Society has long exhibited fear of man’s automated creations. Czech playwright Karel Čapek is credited with coining the word robot in his play Rosumovi Univerzální Roboti, where his robots began as happy workers for their human masters only to rebel and exterminate the human race.
One of the earliest science fictions films, 1927′s Metropolis, features a robot that is used to create violence and mayhem to maintain control over a dystopian society. The theme of killer machines in the years hence became a staple plot, featured in such classics as The Terminator, Blade Runner, 2001: A Space Odyssey, and The Matrix.
Outside the world of fiction, society’s fears take on a different, much more personal form. Rather than extinction, the common source of anxiety over robots is that of displacement. People today don’t fear for their lives, but for their jobs.
Yet of the two fears – uprising versus displacement – the latter is by far the most irrational. Not because it might not happen, but because we should want it to. Far from a potential source of impoverishment and despair, widespread automation of today’s jobs would be a huge economic boon for society that would leave us all better off.
A few years ago, Obama placed the blame for his sluggish economy at the feet of “businesses [that] have learned to become much more efficient with a lot fewer workers.” Specifically, he said, “You see it when you go to a bank and you use an ATM, you don’t go to a bank teller, or you go to the airport and you’re using a kiosk instead of checking in at the gate.”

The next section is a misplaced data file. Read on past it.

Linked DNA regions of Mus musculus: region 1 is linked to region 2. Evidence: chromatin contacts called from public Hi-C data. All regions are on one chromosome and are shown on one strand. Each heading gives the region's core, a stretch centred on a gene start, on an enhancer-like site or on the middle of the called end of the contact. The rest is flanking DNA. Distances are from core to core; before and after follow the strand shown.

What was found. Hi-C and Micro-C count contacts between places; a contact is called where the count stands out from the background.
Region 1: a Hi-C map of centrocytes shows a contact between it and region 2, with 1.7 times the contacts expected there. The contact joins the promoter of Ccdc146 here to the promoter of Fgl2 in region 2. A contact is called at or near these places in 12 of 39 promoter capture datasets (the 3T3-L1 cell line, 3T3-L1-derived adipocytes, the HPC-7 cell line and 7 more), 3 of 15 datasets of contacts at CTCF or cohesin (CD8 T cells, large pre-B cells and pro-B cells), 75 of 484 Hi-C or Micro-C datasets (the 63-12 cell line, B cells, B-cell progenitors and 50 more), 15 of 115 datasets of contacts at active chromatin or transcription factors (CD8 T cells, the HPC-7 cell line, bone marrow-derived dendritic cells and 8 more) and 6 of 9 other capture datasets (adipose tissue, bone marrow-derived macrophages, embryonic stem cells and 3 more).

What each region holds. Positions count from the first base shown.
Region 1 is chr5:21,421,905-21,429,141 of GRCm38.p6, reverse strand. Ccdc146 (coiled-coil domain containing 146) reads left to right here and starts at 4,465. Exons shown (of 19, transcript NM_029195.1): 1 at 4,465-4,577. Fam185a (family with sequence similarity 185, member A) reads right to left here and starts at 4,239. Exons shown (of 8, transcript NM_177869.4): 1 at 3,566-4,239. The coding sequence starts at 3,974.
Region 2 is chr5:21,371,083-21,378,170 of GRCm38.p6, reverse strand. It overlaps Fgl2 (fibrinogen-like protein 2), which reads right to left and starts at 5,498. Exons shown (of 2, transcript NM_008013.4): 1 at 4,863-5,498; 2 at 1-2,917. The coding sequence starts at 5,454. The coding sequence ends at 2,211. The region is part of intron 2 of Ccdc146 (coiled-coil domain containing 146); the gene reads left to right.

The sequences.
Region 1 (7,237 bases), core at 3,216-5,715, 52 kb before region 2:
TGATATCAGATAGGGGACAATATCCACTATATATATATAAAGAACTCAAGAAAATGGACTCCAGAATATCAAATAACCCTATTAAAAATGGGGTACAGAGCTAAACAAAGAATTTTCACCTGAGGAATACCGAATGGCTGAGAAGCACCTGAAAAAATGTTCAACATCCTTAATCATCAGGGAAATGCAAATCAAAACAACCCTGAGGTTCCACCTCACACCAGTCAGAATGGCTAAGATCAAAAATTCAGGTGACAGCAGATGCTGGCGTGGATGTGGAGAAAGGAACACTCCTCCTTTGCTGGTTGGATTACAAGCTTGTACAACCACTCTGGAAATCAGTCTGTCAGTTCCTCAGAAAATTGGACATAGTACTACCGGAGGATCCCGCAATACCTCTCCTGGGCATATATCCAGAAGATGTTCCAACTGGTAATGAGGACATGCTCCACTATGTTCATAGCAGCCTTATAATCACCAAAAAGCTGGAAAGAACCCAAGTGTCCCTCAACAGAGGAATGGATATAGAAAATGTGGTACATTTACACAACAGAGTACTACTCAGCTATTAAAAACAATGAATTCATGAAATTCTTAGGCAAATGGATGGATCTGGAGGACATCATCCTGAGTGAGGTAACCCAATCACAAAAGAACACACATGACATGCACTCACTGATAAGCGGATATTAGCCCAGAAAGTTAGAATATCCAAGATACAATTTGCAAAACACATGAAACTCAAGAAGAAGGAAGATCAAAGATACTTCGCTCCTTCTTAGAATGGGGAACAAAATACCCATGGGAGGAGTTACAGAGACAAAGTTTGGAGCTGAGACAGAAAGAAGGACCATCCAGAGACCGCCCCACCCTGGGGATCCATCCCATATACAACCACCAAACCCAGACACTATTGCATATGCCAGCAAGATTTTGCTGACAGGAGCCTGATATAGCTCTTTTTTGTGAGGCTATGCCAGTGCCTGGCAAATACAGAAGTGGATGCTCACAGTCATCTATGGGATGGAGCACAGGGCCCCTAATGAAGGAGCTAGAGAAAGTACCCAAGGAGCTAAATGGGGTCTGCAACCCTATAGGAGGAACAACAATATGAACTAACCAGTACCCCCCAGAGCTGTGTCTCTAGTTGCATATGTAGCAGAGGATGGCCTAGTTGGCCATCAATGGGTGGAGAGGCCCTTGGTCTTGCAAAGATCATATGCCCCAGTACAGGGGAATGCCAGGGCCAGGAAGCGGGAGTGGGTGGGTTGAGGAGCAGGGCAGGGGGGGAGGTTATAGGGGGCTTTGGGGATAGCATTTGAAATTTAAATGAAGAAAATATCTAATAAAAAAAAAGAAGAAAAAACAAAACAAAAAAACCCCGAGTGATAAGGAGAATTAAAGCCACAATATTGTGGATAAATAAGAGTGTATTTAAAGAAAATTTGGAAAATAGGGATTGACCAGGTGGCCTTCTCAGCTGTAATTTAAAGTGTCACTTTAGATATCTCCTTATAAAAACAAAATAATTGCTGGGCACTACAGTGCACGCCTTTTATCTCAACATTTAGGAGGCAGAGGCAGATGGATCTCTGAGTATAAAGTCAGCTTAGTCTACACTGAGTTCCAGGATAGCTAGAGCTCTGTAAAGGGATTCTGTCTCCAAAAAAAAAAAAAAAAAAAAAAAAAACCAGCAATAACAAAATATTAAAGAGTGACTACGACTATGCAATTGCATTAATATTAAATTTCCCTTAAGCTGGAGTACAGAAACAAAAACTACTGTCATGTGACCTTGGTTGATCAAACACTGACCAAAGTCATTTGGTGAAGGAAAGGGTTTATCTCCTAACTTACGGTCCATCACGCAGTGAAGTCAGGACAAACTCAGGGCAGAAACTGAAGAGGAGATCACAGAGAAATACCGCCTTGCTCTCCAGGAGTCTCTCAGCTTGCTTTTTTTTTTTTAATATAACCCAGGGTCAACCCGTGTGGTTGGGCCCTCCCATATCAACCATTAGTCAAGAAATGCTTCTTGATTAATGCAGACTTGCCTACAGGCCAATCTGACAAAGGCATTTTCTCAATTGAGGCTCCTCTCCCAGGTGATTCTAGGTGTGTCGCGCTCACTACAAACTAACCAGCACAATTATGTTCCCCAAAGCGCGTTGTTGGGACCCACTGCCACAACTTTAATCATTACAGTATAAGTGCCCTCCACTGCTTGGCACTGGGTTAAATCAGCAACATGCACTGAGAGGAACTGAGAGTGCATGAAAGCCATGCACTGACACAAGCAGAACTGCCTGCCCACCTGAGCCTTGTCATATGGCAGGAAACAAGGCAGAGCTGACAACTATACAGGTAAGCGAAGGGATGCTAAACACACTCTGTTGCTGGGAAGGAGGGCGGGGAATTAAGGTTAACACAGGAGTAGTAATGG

A recent, anxiety-filled article in the New York Times similarly fretted, “With the processing speed of computers doubling roughly every 18 months and machines becoming ever smarter, paid work for human beings could become a lot scarcer — and soon.”
Former Secretary of Labor under Bill Clinton, Robert Reich, goes further and warns that, “New technologies aren’t just labor-replacing. They’re also knowledge-replacing.” He imagines mobile health apps providing health testing and information instead of your doctor, and online courses replacing teachers and professors. “Where will this end?” he moans.
Can you even imagine the horrors of convenient healthcare at your fingertips and abundant and cheap education for all? Confound this blasted technology and the hell to which it shall deliver us!
The faults of this manner of thinking are its static view of economic activity and fundamental misunderstanding of the purpose and nature of work.
There’s an old saw about the great free market economist Milton Friedman and a trip he took to an Asian country, where he toured a worksite with a local bureaucrat. Shocked to find that the workers were using shovels instead of modern tractors and earth movers, he asked why there were so few machines. The government bureaucrat replied, “You don’t understand. This is a jobs program.” Friedman responded, “Oh, I thought you were trying to build a canal. If it’s jobs you want, then you should give these workers spoons, not shovels.”
In all likelihood the story is not true. Alternate versions attribute similar quotes to differing individuals in various locations, and can possibly be traced back to the 1930s. It also applies most directly to a different issue: the conflicting goals of so-called government works programs. But it also illustrates a relevant point about how we wrongly think about jobs in the context of public policy.